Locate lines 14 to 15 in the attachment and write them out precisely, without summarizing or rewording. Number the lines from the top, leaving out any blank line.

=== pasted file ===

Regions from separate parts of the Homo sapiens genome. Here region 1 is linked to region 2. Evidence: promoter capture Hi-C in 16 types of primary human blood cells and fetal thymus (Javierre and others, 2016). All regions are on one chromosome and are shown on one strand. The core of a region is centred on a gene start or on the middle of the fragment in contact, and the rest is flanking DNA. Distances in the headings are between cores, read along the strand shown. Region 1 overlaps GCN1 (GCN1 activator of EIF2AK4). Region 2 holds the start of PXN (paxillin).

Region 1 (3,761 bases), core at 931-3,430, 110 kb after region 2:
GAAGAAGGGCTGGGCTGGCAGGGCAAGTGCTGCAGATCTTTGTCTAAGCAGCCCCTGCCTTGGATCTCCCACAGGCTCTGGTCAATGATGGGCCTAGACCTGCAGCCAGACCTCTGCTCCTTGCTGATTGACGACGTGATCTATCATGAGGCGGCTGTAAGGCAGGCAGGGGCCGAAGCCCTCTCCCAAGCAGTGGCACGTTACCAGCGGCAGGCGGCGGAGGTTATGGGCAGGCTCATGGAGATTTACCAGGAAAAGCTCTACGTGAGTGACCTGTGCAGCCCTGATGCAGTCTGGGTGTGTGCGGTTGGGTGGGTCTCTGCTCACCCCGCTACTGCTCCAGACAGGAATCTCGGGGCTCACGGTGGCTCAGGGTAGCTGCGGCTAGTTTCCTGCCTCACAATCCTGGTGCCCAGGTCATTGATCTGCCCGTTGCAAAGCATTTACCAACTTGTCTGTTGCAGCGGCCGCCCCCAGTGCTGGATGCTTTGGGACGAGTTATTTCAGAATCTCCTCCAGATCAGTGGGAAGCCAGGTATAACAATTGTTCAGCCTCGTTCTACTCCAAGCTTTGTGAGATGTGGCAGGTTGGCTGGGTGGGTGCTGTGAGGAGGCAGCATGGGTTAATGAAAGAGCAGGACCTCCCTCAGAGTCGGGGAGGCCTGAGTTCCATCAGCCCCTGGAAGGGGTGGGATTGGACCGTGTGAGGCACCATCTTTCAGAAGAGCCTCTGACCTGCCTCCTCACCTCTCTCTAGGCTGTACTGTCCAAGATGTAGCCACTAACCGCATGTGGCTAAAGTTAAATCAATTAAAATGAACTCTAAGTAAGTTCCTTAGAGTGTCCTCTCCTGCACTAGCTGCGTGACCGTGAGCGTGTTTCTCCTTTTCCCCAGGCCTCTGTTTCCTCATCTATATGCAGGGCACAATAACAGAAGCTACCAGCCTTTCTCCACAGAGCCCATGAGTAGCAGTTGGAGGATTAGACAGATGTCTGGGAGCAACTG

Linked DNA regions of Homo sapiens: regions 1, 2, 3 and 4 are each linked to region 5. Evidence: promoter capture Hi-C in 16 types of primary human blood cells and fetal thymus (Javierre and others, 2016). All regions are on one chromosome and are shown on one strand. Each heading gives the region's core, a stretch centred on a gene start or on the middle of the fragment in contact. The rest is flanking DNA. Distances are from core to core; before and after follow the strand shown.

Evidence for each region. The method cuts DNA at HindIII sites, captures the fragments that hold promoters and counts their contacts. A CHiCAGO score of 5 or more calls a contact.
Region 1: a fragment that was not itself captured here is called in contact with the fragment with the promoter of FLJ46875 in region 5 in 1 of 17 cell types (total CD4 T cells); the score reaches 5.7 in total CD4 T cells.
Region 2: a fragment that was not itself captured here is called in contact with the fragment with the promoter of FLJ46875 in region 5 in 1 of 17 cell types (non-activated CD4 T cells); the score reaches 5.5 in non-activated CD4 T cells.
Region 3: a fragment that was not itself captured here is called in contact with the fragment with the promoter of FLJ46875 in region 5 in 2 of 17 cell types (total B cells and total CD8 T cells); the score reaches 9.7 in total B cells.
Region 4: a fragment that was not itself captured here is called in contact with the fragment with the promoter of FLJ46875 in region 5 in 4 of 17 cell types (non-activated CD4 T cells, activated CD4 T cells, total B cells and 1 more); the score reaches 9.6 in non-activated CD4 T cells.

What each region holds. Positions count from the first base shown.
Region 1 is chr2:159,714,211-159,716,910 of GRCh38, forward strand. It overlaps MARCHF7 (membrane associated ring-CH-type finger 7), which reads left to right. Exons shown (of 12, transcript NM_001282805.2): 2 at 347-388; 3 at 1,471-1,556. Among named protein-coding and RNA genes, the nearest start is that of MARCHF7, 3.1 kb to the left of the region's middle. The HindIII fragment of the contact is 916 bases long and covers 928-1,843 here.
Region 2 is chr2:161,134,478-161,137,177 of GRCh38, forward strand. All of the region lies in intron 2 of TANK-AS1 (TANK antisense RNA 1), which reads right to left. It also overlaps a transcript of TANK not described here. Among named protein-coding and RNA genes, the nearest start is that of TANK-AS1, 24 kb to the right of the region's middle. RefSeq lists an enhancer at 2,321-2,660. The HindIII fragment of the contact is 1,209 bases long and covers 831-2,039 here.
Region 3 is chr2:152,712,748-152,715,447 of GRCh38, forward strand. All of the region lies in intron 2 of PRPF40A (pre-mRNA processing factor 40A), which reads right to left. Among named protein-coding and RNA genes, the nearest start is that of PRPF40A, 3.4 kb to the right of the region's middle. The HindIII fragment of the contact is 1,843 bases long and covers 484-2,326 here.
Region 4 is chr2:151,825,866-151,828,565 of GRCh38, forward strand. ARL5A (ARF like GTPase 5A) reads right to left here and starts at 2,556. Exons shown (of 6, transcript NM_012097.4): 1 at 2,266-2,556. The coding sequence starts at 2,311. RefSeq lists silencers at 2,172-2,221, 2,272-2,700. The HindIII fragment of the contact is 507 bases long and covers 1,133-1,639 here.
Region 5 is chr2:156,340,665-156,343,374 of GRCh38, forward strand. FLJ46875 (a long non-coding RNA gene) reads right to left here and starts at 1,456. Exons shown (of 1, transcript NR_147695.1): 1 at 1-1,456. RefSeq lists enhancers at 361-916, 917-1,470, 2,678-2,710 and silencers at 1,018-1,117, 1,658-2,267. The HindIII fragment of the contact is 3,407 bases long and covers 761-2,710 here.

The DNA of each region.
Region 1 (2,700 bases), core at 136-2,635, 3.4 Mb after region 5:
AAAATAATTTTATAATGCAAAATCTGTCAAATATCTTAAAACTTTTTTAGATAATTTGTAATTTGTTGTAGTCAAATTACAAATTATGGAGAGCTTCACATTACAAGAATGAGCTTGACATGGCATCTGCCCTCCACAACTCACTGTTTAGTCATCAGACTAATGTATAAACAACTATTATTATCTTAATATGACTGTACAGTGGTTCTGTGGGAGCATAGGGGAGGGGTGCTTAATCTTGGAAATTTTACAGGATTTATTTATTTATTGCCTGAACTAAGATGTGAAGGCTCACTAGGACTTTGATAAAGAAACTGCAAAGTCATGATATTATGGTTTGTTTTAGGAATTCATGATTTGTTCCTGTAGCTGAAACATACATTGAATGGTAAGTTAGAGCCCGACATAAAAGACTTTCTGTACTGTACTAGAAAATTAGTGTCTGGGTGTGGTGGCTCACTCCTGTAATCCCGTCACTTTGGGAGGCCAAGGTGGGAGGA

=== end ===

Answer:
Region 4 is chr2:151,825,866-151,828,565 of GRCh38, forward strand. ARL5A (ARF like GTPase 5A) reads right to left here and starts at 2,556. Exons shown (of 6, transcript NM_012097.4): 1 at 2,266-2,556. The coding sequence starts at 2,311. RefSeq lists silencers at 2,172-2,221, 2,272-2,700. The HindIII fragment of the contact is 507 bases long and covers 1,133-1,639 here.
Region 5 is chr2:156,340,665-156,343,374 of GRCh38, forward strand. FLJ46875 (a long non-coding RNA gene) reads right to left here and starts at 1,456. Exons shown (of 1, transcript NR_147695.1): 1 at 1-1,456. RefSeq lists enhancers at 361-916, 917-1,470, 2,678-2,710 and silencers at 1,018-1,117, 1,658-2,267. The HindIII fragment of the contact is 3,407 bases long and covers 761-2,710 here.